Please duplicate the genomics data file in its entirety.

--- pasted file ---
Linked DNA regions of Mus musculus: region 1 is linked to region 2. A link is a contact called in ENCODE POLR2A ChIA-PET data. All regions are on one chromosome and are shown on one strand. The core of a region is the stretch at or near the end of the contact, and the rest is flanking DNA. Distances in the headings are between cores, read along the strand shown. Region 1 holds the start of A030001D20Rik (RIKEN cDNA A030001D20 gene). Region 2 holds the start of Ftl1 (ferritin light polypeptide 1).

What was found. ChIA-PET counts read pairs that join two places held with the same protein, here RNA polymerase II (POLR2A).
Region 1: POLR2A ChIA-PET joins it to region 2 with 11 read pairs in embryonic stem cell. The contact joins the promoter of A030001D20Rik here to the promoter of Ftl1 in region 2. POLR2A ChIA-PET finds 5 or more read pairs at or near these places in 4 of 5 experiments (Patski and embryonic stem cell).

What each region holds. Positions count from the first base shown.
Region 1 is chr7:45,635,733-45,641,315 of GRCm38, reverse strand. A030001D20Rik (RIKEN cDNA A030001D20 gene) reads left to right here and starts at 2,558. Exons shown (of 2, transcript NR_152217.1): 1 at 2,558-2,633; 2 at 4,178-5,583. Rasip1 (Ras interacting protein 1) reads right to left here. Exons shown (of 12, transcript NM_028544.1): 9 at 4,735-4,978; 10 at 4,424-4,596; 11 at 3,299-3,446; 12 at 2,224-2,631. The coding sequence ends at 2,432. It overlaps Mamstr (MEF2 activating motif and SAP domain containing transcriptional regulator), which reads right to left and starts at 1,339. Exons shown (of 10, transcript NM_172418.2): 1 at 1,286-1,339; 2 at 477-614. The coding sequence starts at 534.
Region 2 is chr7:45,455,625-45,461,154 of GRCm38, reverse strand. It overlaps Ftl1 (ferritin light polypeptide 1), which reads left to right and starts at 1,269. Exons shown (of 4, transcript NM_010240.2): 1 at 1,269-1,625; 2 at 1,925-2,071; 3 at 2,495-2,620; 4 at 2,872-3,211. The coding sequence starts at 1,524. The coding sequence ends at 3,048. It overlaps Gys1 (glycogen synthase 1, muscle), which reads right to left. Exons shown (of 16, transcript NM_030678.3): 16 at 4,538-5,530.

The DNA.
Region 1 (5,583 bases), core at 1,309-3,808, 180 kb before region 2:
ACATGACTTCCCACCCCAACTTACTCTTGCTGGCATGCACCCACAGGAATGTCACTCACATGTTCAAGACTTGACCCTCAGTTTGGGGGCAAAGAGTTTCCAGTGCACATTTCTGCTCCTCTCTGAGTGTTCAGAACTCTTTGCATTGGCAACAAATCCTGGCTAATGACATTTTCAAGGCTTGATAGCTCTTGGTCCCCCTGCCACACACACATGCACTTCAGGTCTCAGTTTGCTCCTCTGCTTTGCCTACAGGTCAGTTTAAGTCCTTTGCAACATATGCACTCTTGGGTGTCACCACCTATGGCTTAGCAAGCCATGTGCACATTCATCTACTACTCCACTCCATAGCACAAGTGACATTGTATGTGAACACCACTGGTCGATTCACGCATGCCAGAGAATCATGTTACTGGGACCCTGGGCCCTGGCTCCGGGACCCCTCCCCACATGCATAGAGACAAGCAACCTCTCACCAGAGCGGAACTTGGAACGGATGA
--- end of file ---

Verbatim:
Linked DNA regions of Mus musculus: region 1 is linked to region 2. A link is a contact called in ENCODE POLR2A ChIA-PET data. All regions are on one chromosome and are shown on one strand. The core of a region is the stretch at or near the end of the contact, and the rest is flanking DNA. Distances in the headings are between cores, read along the strand shown. Region 1 holds the start of A030001D20Rik (RIKEN cDNA A030001D20 gene). Region 2 holds the start of Ftl1 (ferritin light polypeptide 1).

What was found. ChIA-PET counts read pairs that join two places held with the same protein, here RNA polymerase II (POLR2A).
Region 1: POLR2A ChIA-PET joins it to region 2 with 11 read pairs in embryonic stem cell. The contact joins the promoter of A030001D20Rik here to the promoter of Ftl1 in region 2. POLR2A ChIA-PET finds 5 or more read pairs at or near these places in 4 of 5 experiments (Patski and embryonic stem cell).

What each region holds. Positions count from the first base shown.
Region 1 is chr7:45,635,733-45,641,315 of GRCm38, reverse strand. A030001D20Rik (RIKEN cDNA A030001D20 gene) reads left to right here and starts at 2,558. Exons shown (of 2, transcript NR_152217.1): 1 at 2,558-2,633; 2 at 4,178-5,583. Rasip1 (Ras interacting protein 1) reads right to left here. Exons shown (of 12, transcript NM_028544.1): 9 at 4,735-4,978; 10 at 4,424-4,596; 11 at 3,299-3,446; 12 at 2,224-2,631. The coding sequence ends at 2,432. It overlaps Mamstr (MEF2 activating motif and SAP domain containing transcriptional regulator), which reads right to left and starts at 1,339. Exons shown (of 10, transcript NM_172418.2): 1 at 1,286-1,339; 2 at 477-614. The coding sequence starts at 534.
Region 2 is chr7:45,455,625-45,461,154 of GRCm38, reverse strand. It overlaps Ftl1 (ferritin light polypeptide 1), which reads left to right and starts at 1,269. Exons shown (of 4, transcript NM_010240.2): 1 at 1,269-1,625; 2 at 1,925-2,071; 3 at 2,495-2,620; 4 at 2,872-3,211. The coding sequence starts at 1,524. The coding sequence ends at 3,048. It overlaps Gys1 (glycogen synthase 1, muscle), which reads right to left. Exons shown (of 16, transcript NM_030678.3): 16 at 4,538-5,530.

The DNA.
Region 1 (5,583 bases), core at 1,309-3,808, 180 kb before region 2:
ACATGACTTCCCACCCCAACTTACTCTTGCTGGCATGCACCCACAGGAATGTCACTCACATGTTCAAGACTTGACCCTCAGTTTGGGGGCAAAGAGTTTCCAGTGCACATTTCTGCTCCTCTCTGAGTGTTCAGAACTCTTTGCATTGGCAACAAATCCTGGCTAATGACATTTTCAAGGCTTGATAGCTCTTGGTCCCCCTGCCACACACACATGCACTTCAGGTCTCAGTTTGCTCCTCTGCTTTGCCTACAGGTCAGTTTAAGTCCTTTGCAACATATGCACTCTTGGGTGTCACCACCTATGGCTTAGCAAGCCATGTGCACATTCATCTACTACTCCACTCCATAGCACAAGTGACATTGTATGTGAACACCACTGGTCGATTCACGCATGCCAGAGAATCATGTTACTGGGACCCTGGGCCCTGGCTCCGGGACCCCTCCCCACATGCATAGAGACAAGCAACCTCTCACCAGAGCGGAACTTGGAACGGATGA